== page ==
UVA Professor Helps Cancer Patients, Survivors Relieve Stress through Writing
An associate professor and poet at the University of Virginia is using the power of writing to help cancer patients and survivors.
CHARLOTTESVILLE, Va. (WVIR) - An associate professor and poet at the University of Virginia is using the power of writing to help cancer patients and survivors.
Organizers describe it as a way for people to reconnect with themselves.
Whistle Words helps women reclaim their sense of self after coping with a cancer diagnosis.
On Wednesday, January 30, Whistle Words was showcased to the medical community at UVA.
“This project really is something I'm passionate about, and something that has really helped me heal,” Wendy Walters, a Whistle Words participant, said.
This type of healing allows cancer patients and survivors the opportunity to take their mind off their struggles.
“I will give them a picture of, say, an owl, and I will say, ‘what is the owl thinking?’ or, ‘what does the owl smell like?’ and have them write - usually just a prompt for a minute and then they'll write as fast as they can, sort of like they're taking a knitting class,” Charlotte Matthews, a UVA professor who co-founded Whistle Words, said.
“Through the 14 months of remission, I feel like I've found sort of a new passion in myself for writing, and that passion has helped me heal,” Walters said.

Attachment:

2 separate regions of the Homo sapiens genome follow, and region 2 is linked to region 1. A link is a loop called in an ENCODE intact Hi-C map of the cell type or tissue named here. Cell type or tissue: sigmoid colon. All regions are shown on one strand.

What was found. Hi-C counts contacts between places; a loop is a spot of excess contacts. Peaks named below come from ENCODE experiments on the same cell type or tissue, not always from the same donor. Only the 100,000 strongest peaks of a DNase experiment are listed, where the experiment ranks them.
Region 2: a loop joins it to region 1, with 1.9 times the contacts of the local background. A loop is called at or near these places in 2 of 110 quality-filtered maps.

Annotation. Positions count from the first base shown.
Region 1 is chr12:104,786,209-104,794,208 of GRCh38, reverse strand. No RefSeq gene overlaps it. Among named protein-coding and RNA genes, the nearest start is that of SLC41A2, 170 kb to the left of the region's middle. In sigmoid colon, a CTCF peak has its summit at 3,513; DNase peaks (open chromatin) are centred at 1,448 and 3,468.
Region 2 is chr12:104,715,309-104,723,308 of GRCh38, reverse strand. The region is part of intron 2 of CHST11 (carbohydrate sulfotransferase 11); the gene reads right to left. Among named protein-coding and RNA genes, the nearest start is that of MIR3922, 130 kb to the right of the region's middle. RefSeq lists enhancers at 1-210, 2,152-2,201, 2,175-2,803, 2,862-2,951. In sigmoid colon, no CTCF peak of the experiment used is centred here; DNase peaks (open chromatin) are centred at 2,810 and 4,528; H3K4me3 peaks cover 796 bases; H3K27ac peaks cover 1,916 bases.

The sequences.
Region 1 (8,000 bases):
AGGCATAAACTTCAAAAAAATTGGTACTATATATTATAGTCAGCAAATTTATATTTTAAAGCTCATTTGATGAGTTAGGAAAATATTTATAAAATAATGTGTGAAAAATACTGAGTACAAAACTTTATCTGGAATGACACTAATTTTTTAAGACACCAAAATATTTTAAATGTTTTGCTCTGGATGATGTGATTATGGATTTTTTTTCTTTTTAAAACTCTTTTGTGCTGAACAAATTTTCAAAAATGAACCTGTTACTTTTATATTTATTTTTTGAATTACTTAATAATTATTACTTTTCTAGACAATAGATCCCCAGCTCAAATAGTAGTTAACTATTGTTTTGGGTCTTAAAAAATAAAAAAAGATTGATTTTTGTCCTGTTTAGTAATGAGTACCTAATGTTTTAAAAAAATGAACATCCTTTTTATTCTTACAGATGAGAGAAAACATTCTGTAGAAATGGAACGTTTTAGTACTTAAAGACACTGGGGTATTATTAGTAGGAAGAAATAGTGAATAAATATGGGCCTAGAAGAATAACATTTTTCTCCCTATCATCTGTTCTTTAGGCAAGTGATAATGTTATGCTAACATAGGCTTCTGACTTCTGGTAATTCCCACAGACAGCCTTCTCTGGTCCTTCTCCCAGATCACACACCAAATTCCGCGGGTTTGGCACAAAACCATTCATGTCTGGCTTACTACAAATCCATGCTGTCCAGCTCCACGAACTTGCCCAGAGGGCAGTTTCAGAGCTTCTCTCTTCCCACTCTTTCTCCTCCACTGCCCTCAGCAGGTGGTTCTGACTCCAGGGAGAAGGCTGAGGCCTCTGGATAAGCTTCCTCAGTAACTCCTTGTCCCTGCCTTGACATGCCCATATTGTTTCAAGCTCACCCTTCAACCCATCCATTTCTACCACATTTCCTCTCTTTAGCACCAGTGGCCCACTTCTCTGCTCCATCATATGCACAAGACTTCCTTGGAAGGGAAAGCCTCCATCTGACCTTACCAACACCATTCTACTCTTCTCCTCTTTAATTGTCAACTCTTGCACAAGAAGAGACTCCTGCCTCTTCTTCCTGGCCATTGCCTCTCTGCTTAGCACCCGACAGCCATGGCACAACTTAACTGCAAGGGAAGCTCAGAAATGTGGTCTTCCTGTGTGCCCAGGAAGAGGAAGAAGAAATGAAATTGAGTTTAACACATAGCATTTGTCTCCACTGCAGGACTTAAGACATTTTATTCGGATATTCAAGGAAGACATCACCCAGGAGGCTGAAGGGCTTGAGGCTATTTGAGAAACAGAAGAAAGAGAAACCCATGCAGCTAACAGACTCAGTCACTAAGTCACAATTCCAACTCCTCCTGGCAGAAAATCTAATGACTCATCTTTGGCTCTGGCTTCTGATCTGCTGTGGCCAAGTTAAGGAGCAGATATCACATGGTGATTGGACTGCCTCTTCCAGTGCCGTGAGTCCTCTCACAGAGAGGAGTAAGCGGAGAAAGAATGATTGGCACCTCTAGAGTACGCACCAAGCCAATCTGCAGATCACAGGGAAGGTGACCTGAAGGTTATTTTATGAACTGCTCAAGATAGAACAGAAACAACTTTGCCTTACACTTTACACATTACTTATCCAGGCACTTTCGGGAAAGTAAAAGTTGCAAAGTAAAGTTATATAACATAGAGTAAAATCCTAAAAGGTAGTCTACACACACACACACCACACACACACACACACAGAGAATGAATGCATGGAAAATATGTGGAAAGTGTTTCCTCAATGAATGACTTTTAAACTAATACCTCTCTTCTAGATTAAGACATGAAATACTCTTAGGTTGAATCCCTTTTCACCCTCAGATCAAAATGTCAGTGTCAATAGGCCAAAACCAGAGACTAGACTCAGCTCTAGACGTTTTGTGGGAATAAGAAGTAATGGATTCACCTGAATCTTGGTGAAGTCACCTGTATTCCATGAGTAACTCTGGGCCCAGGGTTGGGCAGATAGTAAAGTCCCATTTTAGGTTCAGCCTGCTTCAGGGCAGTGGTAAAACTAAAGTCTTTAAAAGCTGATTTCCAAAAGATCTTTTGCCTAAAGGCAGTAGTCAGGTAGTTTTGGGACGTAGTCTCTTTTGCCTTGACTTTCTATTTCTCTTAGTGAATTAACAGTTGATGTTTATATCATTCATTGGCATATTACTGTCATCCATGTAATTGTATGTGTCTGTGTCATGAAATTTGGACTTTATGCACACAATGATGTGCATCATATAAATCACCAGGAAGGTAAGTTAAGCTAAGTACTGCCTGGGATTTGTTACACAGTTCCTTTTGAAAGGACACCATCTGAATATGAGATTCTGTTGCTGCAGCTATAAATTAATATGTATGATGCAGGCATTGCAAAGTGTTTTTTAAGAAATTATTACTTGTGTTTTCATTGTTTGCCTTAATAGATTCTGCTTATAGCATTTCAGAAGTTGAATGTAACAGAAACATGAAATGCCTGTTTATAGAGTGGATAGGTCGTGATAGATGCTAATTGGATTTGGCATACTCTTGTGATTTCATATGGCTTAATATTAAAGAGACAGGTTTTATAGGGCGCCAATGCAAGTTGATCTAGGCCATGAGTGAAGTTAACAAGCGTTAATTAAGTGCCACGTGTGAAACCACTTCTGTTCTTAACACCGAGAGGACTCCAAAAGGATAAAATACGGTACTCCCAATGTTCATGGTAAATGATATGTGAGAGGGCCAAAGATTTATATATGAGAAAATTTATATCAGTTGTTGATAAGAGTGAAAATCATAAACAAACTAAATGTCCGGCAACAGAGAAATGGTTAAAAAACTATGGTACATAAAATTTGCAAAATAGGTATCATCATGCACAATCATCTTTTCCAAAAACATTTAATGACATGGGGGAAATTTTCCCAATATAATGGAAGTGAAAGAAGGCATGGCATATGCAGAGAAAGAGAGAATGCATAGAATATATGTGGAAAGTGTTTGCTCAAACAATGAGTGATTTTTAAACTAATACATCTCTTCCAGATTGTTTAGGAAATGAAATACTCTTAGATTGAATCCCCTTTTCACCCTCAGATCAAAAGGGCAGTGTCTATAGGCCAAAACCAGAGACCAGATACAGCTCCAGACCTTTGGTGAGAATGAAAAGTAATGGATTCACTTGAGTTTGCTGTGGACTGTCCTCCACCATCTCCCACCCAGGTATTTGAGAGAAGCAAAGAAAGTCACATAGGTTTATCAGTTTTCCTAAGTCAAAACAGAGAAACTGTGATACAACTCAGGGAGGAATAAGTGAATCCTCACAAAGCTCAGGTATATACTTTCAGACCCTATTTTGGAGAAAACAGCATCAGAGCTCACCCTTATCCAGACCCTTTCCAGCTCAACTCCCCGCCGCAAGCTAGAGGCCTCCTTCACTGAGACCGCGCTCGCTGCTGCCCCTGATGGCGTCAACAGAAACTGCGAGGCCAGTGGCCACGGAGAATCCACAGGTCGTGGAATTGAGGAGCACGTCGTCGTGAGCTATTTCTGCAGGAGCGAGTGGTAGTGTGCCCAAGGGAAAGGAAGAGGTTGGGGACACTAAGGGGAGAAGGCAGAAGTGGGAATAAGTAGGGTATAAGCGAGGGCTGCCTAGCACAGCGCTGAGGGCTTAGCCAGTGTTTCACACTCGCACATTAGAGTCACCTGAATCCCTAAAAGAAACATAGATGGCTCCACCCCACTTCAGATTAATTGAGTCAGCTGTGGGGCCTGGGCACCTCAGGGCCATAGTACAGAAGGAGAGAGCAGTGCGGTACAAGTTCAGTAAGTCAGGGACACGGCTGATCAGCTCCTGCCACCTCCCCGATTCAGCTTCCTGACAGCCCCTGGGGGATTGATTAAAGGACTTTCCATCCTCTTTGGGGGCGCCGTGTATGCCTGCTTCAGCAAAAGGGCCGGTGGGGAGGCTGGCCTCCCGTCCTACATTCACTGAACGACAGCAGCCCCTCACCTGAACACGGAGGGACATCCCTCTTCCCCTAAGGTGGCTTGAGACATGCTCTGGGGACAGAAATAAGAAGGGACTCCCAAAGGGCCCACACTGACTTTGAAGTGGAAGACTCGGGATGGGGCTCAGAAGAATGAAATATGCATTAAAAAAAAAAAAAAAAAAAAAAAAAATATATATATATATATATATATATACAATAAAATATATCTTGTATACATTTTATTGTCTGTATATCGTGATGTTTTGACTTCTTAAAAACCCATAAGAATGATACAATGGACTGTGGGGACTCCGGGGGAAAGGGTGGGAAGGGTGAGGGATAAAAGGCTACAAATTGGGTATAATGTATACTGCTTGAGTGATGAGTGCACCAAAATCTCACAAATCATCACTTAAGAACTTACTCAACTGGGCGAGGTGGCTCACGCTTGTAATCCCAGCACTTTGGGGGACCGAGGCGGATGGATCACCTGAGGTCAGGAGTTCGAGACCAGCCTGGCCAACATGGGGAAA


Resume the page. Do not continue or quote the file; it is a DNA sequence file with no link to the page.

Matthews says she was diagnosed with stage three breast cancer at age 39 and received great care, but something was missing.
“Like a part was missing, the real talk about what was in my heart and my fears about surviving or not,” Matthews said. “And so I decided - and as a writer, I decided to hope to offer these free writing workshops to women.”
“Through the act of writing, whether it's about my experience through the cancer journey or whether it's about something completely unrelated, it gives me a way to process,” Walters said.
Women in the workshop say the process gives them the sense of a new light, and a way to share with others.
“A sense that a wholeness of the person that writing can provide, a sense of that there's power in the written word, there's - words matter, and that they're not simply a patient,” Matthews said.
Whistle Words will hold its next six-week writing course on Fridays starting March 1 at University Baptist Church.
The workshops are open to women impacted by cancer, whether they’re patients, survivors, or caregivers.
You can find out more details on the workshops by clicking here.